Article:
Manly Beach: ‘Wednesday 25th November 1789; ‘It was a cloudy day with some  rain. The temperature was in the high seventies and the wind mainly from the south Bradley wrote; ‘Governor Phillip, judging it necessary that a native should be taken by force… I was ordered on this service, having the master, two petty officers a a boat’s crew with me in one of the governor’s boats’. Lieutenant Bradley RN, cited Egan, Buried Alive

Bennalong was ‘taken by force’. During months of imprisonment within British lines Phillip and Bennalong developed a close relationship. Phillip had no doubt Sydney’s Aboriginal community regarded McIntyre with ‘dread and hatred’. See: Kidnapped – Manly What’s In a Name

Although John McIntyre had  been severely wounded he was still alive on the 13th of December 1790 so it is little wonder Tench was dismayed when given his orders. As a result the scope of the initial orders was modified.

Phillip agreed to Tench’s proposal; ‘bring in six [6]…out of this, part might be set aside for retaliation; and the rest at a proper time, liberated, after having seen the fate of their comrades. This scheme, his excellency was pleased instantly to adopt, adding if six [6] cannot be taken let that number [6] be shot. Tench. ibid. 

Marine Captain Tench and Lieutenant William Dawes both friend and confrere, aware of how McIntyre was viewed, had very different responses to Governor Phillip’s orders. See: Lieutenant William Dawes ‘The Eternal Flame’ & Universal Terror

Tench had been perfectly willing, after discussion with the Governor, to lead the expedition, and heartily enjoyed the humour of its adventures.

But Dawes, whose tour of duty it was to go out with that party, refused that duty by letter “and persisted in his refusal, even after the Governor had “taken great pains to point out the consequences of his being put under an arrest’. G.A. Wood. ibid.

Tench no doubt counselled Dawes that his refusal to obey would have dire consequences and, if Marine Major Robert Ross his Commanding Officer had not been evacuated to Norfolk Island in March 1790, he would now be under arrest.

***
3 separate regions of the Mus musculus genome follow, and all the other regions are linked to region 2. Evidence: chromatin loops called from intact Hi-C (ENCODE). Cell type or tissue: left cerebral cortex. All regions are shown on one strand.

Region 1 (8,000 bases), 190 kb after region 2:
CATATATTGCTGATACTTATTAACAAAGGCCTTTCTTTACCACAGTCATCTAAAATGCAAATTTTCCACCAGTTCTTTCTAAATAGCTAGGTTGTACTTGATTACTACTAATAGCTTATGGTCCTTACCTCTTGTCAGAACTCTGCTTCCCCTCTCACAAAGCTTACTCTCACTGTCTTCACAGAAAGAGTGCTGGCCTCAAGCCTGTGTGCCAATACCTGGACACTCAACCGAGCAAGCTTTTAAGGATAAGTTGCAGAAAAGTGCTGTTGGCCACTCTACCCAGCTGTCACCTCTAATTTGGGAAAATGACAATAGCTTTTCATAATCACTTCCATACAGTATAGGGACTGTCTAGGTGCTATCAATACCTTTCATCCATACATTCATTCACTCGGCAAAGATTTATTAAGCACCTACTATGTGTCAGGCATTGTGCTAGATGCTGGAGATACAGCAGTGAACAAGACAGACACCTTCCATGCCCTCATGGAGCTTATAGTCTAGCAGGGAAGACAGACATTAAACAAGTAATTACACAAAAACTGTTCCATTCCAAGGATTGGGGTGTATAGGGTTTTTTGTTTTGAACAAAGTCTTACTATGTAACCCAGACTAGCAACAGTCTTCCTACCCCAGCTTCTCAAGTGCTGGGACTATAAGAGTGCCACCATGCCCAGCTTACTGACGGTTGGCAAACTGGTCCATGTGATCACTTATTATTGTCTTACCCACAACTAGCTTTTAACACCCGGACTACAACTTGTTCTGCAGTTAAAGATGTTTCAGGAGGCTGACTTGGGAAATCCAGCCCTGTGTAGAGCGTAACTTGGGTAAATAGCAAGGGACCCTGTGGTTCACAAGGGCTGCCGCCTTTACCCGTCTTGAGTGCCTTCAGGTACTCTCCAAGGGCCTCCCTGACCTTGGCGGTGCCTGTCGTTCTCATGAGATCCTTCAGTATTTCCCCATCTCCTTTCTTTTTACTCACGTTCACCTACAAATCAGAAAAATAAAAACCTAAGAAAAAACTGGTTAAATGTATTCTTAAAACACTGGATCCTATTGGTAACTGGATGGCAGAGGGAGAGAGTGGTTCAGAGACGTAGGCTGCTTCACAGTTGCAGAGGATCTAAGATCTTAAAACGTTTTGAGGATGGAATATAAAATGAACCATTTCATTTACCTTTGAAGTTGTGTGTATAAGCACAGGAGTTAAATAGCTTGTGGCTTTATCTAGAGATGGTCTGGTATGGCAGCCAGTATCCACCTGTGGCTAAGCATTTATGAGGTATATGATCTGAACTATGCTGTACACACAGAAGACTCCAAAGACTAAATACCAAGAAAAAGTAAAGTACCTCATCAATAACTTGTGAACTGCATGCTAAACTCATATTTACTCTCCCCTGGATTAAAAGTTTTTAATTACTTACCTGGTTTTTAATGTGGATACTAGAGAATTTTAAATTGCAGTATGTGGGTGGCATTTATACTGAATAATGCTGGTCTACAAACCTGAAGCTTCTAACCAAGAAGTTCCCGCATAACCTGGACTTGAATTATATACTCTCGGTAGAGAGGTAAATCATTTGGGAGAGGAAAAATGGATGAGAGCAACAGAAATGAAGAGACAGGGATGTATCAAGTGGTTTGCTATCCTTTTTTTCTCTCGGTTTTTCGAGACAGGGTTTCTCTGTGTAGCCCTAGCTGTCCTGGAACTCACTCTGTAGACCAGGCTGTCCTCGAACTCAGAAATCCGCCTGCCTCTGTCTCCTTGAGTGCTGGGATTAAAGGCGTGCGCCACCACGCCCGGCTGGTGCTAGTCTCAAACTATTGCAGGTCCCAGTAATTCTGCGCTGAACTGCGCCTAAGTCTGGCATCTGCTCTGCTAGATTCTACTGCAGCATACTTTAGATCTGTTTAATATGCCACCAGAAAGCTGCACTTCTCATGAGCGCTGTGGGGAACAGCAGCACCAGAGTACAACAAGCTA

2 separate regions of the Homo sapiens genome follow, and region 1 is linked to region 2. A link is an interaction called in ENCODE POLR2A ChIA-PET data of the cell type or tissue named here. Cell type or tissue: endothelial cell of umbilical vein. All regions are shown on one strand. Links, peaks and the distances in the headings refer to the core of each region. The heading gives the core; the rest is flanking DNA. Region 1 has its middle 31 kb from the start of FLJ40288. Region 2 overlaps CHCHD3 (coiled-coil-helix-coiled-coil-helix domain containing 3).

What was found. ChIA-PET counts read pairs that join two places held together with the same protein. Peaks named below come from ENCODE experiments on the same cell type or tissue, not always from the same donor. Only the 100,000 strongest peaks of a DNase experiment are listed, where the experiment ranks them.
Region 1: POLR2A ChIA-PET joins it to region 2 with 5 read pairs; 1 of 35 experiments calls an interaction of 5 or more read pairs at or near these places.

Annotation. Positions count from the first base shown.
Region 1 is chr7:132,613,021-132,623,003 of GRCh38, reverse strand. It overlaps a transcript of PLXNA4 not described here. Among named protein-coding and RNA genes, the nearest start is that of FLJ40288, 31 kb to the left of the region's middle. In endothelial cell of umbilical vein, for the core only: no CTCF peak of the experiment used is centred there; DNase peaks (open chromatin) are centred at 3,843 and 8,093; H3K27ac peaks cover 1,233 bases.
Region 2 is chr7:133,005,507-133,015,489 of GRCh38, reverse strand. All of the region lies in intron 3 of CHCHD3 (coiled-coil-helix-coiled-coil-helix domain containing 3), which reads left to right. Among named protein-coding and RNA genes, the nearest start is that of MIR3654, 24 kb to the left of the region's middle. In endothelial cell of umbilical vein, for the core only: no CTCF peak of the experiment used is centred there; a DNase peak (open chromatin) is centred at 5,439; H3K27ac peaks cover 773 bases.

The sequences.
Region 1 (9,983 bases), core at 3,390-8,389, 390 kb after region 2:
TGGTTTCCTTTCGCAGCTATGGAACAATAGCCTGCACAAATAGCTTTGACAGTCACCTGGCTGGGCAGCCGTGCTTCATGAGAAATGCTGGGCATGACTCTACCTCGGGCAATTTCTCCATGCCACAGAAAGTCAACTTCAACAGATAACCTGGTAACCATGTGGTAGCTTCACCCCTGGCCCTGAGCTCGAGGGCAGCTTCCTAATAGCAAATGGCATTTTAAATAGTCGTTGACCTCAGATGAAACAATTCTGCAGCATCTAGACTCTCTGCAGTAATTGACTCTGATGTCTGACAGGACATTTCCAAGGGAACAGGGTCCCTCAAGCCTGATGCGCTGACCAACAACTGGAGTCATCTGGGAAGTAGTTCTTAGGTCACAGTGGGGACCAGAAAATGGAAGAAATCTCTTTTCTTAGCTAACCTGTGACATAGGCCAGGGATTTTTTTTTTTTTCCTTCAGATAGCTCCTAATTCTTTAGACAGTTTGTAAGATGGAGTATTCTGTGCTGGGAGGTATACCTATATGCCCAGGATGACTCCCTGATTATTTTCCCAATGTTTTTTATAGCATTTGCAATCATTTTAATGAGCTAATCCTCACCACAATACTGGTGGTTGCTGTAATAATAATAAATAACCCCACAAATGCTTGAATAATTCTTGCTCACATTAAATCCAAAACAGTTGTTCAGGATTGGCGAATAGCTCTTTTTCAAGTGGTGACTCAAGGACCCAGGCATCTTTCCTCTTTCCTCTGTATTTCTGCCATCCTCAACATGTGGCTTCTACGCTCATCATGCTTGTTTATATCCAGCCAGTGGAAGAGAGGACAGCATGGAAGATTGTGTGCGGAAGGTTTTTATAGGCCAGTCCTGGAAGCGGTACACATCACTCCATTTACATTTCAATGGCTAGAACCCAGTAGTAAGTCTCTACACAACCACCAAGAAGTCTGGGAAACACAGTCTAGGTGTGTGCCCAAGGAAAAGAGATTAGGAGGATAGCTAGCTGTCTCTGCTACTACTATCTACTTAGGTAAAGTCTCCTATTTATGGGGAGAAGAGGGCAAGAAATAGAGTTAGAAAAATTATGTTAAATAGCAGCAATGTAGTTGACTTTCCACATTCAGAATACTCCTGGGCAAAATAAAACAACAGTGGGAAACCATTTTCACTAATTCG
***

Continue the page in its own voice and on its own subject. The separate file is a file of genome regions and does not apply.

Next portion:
If found guilty at court-martial Dawes could be shot for gross dereliction of duty or as a traitor hanged, drawn and quartered while still alive.

It is not known if Marine Captain David Collins judge-advocate, although not a lawyer was the settlement’s senior law man, knew that in 1782 the ‘disembowelled while alive’ barbarity had been legislated out as punishment for military treason.

Still Dawes the fleet’s principal scientific officer persisted in his refusal. Adjutant Lieutenant Lowe instructed Dawes should put his objections in writing which he did.

Nevertheless he approached Reverend Richard Johnson the First Fleet Chaplain who counselled Dawes on his  military obligation.

Subsequently Dawes ‘informed Captain Campbell that the Rev. Mr. Johnson thought he might obey the order, and that he was ready to go out with the party, which he did’. Tench. ibid.

1790 – December 14: At dawn on the 14th of December Tench’s detachment of fifty (50) men moved out for Botany Bay with; ‘three [3] days provisions, ropes to bind our prisoners, and hatchets and bags, to cut off and contain the heads of the slain’. Tench. ibid. 

The raid failed – no heads, no prisoners.

1790 – December 17: ‘We bent our steps homeward; and after wading breast-high through two arms of the sea, as broad as the Thames at Westminster, were glad to find ourselves at Sydney, between one and two o’clock in the afternoon’.

However the troops returned to a very different Sydney from the settlement they left only three (3) days before. The landing stage was crammed with barrels, bales of stuff and the air filled with the heady smell of cooking.